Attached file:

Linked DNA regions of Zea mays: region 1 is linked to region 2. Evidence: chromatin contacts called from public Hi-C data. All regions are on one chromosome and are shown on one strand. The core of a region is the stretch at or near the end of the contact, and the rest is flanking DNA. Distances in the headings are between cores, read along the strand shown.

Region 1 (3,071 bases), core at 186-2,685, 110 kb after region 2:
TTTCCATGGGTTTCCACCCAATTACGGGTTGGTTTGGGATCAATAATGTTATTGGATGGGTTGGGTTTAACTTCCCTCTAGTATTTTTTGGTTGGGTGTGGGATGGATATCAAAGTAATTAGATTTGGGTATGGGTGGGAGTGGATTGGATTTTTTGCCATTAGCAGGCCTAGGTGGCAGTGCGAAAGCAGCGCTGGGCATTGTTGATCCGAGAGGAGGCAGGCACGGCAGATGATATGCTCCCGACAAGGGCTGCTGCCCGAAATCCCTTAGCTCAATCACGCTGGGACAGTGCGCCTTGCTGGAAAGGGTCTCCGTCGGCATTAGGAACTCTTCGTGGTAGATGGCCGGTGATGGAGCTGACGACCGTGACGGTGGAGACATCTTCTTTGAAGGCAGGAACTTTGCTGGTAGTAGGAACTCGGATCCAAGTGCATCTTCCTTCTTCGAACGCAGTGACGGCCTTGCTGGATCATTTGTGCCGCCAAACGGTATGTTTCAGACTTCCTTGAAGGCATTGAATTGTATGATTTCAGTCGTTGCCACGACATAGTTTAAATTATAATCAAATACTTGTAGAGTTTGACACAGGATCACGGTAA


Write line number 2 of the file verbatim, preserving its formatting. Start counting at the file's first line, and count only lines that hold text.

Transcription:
Region 1 (3,071 bases), core at 186-2,685, 110 kb after region 2: